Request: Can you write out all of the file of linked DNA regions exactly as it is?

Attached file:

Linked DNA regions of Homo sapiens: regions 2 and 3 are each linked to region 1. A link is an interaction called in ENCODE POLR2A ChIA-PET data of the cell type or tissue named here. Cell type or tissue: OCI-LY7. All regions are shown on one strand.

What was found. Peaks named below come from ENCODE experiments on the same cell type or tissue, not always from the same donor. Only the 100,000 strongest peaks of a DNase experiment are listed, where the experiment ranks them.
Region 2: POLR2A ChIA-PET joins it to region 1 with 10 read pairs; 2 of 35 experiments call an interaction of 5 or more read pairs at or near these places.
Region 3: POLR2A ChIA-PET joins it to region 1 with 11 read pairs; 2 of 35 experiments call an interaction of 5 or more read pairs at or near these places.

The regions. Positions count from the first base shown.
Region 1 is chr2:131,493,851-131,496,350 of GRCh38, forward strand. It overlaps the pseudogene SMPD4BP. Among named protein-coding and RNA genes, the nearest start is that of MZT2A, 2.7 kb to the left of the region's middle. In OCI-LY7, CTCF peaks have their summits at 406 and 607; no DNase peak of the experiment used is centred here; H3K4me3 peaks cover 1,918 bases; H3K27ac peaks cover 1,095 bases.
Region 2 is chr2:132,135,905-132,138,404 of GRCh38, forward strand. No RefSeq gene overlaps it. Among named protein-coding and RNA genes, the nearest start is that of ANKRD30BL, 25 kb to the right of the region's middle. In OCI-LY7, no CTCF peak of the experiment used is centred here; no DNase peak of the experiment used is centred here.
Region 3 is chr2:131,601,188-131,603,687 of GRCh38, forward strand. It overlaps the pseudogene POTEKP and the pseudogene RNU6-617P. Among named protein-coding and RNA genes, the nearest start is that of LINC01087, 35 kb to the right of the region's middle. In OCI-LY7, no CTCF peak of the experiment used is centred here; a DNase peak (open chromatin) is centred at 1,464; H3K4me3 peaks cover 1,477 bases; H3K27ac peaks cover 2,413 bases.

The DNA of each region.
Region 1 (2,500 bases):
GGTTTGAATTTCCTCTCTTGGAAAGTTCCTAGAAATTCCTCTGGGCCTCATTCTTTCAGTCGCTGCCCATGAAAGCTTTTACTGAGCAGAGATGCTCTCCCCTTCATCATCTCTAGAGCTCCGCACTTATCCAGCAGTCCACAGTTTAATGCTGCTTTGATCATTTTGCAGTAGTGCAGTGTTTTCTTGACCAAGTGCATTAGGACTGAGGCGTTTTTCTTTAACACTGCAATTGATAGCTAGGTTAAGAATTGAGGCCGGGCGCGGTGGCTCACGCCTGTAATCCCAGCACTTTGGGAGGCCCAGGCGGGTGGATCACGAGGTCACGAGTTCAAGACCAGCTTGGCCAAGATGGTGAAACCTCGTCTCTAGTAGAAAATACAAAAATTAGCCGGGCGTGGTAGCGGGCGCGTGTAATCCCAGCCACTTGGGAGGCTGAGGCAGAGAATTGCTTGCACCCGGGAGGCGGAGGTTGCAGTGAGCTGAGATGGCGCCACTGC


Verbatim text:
Linked DNA regions of Homo sapiens: regions 2 and 3 are each linked to region 1. A link is an interaction called in ENCODE POLR2A ChIA-PET data of the cell type or tissue named here. Cell type or tissue: OCI-LY7. All regions are shown on one strand.

What was found. Peaks named below come from ENCODE experiments on the same cell type or tissue, not always from the same donor. Only the 100,000 strongest peaks of a DNase experiment are listed, where the experiment ranks them.
Region 2: POLR2A ChIA-PET joins it to region 1 with 10 read pairs; 2 of 35 experiments call an interaction of 5 or more read pairs at or near these places.
Region 3: POLR2A ChIA-PET joins it to region 1 with 11 read pairs; 2 of 35 experiments call an interaction of 5 or more read pairs at or near these places.

The regions. Positions count from the first base shown.
Region 1 is chr2:131,493,851-131,496,350 of GRCh38, forward strand. It overlaps the pseudogene SMPD4BP. Among named protein-coding and RNA genes, the nearest start is that of MZT2A, 2.7 kb to the left of the region's middle. In OCI-LY7, CTCF peaks have their summits at 406 and 607; no DNase peak of the experiment used is centred here; H3K4me3 peaks cover 1,918 bases; H3K27ac peaks cover 1,095 bases.
Region 2 is chr2:132,135,905-132,138,404 of GRCh38, forward strand. No RefSeq gene overlaps it. Among named protein-coding and RNA genes, the nearest start is that of ANKRD30BL, 25 kb to the right of the region's middle. In OCI-LY7, no CTCF peak of the experiment used is centred here; no DNase peak of the experiment used is centred here.
Region 3 is chr2:131,601,188-131,603,687 of GRCh38, forward strand. It overlaps the pseudogene POTEKP and the pseudogene RNU6-617P. Among named protein-coding and RNA genes, the nearest start is that of LINC01087, 35 kb to the right of the region's middle. In OCI-LY7, no CTCF peak of the experiment used is centred here; a DNase peak (open chromatin) is centred at 1,464; H3K4me3 peaks cover 1,477 bases; H3K27ac peaks cover 2,413 bases.

The DNA of each region.
Region 1 (2,500 bases):
GGTTTGAATTTCCTCTCTTGGAAAGTTCCTAGAAATTCCTCTGGGCCTCATTCTTTCAGTCGCTGCCCATGAAAGCTTTTACTGAGCAGAGATGCTCTCCCCTTCATCATCTCTAGAGCTCCGCACTTATCCAGCAGTCCACAGTTTAATGCTGCTTTGATCATTTTGCAGTAGTGCAGTGTTTTCTTGACCAAGTGCATTAGGACTGAGGCGTTTTTCTTTAACACTGCAATTGATAGCTAGGTTAAGAATTGAGGCCGGGCGCGGTGGCTCACGCCTGTAATCCCAGCACTTTGGGAGGCCCAGGCGGGTGGATCACGAGGTCACGAGTTCAAGACCAGCTTGGCCAAGATGGTGAAACCTCGTCTCTAGTAGAAAATACAAAAATTAGCCGGGCGTGGTAGCGGGCGCGTGTAATCCCAGCCACTTGGGAGGCTGAGGCAGAGAATTGCTTGCACCCGGGAGGCGGAGGTTGCAGTGAGCTGAGATGGCGCCACTGC